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Find Out What You’re Made Of: Introducing Neurotransmitter Testing through MD Custom Rx

MDCustomRx - Quality Matters

By: Erin Orth, PharmD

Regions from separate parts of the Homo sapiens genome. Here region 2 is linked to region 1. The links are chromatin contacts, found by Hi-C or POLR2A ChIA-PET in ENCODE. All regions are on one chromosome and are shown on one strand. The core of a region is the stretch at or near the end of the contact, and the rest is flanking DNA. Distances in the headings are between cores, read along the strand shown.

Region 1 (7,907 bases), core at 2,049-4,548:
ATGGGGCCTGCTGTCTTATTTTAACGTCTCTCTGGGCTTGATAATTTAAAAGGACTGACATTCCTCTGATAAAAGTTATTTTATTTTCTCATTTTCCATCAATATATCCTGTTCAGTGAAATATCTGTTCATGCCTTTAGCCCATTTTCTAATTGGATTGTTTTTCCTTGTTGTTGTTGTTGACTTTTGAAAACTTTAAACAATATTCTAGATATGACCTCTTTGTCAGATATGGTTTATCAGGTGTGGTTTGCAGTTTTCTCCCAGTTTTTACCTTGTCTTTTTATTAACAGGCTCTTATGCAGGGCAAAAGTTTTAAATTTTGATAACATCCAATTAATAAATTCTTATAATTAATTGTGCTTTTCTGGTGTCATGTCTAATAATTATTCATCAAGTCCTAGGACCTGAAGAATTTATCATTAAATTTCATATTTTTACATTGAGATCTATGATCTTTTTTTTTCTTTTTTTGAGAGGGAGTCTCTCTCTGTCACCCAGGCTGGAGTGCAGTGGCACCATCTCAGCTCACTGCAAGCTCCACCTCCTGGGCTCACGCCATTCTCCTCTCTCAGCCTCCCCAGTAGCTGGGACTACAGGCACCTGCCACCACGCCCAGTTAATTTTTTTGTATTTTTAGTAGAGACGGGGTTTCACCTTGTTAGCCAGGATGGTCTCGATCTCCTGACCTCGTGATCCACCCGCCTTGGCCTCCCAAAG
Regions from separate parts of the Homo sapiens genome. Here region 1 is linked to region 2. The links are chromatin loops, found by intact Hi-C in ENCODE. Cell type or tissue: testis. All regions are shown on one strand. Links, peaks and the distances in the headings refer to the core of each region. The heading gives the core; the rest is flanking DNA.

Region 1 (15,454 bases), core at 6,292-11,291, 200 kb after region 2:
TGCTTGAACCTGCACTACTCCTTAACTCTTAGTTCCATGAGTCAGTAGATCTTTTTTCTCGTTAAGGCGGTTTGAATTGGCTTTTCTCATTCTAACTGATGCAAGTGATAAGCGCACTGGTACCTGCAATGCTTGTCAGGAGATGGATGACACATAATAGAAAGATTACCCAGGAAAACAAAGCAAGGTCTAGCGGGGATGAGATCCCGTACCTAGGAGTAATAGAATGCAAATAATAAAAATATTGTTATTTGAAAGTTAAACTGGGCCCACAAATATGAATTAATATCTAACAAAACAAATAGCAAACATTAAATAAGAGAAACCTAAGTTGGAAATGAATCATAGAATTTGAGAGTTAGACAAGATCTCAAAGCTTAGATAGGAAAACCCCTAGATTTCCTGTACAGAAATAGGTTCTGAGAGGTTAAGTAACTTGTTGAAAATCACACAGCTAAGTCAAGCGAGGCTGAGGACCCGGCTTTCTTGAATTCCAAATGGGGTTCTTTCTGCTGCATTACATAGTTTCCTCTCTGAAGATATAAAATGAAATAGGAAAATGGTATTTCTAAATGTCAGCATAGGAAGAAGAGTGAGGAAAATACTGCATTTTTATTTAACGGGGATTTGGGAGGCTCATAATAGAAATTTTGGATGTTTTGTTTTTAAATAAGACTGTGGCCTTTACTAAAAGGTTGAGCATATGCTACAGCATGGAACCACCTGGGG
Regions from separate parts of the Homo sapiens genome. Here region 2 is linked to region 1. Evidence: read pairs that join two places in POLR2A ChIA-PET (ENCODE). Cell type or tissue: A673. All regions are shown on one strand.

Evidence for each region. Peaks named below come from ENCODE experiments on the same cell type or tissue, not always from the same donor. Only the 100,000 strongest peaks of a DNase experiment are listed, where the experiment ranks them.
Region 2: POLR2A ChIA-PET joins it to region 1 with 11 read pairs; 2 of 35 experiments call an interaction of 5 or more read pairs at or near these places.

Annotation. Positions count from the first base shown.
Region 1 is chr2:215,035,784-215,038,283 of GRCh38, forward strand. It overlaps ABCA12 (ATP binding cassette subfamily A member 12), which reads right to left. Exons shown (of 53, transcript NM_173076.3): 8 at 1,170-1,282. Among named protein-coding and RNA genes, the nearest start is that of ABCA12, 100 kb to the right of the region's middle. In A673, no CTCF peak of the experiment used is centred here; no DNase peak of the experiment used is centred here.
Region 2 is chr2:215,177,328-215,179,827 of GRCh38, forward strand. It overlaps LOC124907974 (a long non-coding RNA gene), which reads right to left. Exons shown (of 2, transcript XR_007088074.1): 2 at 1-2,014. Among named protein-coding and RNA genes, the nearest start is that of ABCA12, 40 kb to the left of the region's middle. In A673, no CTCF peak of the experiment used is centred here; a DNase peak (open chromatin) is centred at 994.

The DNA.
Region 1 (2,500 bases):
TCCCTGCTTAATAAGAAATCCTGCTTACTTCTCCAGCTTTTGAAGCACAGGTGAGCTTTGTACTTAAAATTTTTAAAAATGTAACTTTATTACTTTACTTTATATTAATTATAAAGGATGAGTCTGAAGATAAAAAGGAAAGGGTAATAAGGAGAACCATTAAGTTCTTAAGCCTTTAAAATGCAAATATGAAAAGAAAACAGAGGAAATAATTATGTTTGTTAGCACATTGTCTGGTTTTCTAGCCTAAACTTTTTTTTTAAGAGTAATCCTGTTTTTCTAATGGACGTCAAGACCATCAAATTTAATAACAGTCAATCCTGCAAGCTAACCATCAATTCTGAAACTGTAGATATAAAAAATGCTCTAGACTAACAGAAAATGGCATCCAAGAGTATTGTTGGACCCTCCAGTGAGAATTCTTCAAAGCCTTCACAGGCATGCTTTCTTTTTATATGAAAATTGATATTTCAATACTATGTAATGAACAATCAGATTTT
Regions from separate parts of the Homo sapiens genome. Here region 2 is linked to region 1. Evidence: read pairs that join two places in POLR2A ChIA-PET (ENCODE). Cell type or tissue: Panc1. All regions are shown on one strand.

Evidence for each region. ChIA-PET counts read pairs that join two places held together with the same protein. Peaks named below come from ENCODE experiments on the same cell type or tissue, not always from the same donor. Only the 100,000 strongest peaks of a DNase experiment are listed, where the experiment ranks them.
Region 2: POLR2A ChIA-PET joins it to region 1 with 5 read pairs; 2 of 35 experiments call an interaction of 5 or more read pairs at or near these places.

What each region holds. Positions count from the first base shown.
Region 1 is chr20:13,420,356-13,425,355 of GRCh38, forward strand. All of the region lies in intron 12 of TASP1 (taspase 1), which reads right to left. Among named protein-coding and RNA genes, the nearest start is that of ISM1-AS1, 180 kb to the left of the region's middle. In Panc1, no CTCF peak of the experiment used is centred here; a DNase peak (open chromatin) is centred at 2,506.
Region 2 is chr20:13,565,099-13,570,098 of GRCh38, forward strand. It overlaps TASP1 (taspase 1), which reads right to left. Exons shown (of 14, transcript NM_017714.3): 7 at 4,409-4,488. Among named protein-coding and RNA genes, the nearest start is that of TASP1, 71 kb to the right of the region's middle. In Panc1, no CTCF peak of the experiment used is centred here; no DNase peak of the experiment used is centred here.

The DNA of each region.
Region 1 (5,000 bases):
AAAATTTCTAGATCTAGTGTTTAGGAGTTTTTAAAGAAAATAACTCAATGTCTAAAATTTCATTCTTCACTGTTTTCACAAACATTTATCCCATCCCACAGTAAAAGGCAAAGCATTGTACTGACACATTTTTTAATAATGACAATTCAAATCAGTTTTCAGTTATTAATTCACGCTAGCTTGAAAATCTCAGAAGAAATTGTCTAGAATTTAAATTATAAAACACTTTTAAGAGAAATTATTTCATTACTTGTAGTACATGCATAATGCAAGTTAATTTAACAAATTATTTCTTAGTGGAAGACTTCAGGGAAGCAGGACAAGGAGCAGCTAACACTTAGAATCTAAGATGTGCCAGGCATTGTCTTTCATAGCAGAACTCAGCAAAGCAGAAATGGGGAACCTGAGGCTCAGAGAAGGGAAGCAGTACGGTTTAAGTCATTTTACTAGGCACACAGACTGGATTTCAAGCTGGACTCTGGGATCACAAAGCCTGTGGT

Introducing Neurotransmitter TestingYour body is made up of countless cells, organs, chemicals, and biological processes, all of which work together to coordinate activities your body can do, from breathing and sleeping to driving a car or doing a cartwheel. At the center of these processes is your central nervous system, most commonly referred to as “the brain”. We all know the brain is responsible for thinking and feeling, but do we know HOW these things occur? What happens in the brain that makes our stomach digest our breakfast, our arm throw a baseball, or our eyes produce tears when we’re sad? All of these actions are controlled by our brain, but more specifically they are controlled by chemicals called “neurotransmitters”. Neurotransmitters are defined as “any of the several chemical substances that transmit nerve impulses across a synapse to a post-synaptic element, such as another nerve, muscle, or gland”1. In other words, neurotransmitters are chemicals released from a nerve after your body gets an input: any sense of touch, smell, taste, vision, feeling, noise, etc acts as an input, and has the potential to affect neurotransmitter release from a nerve. As you may guess, this means that EVERY SINGLE THING that happens to us throughout each and every minute of the day can cause these chemicals to be released. That’s a lot of power these little neurotransmitters have over us! In fact, neurotransmitters regulate cognition, memory, emotions, respiration, heart rate, blood pressure, digestion, metabolism, as well as additional hormone responses2.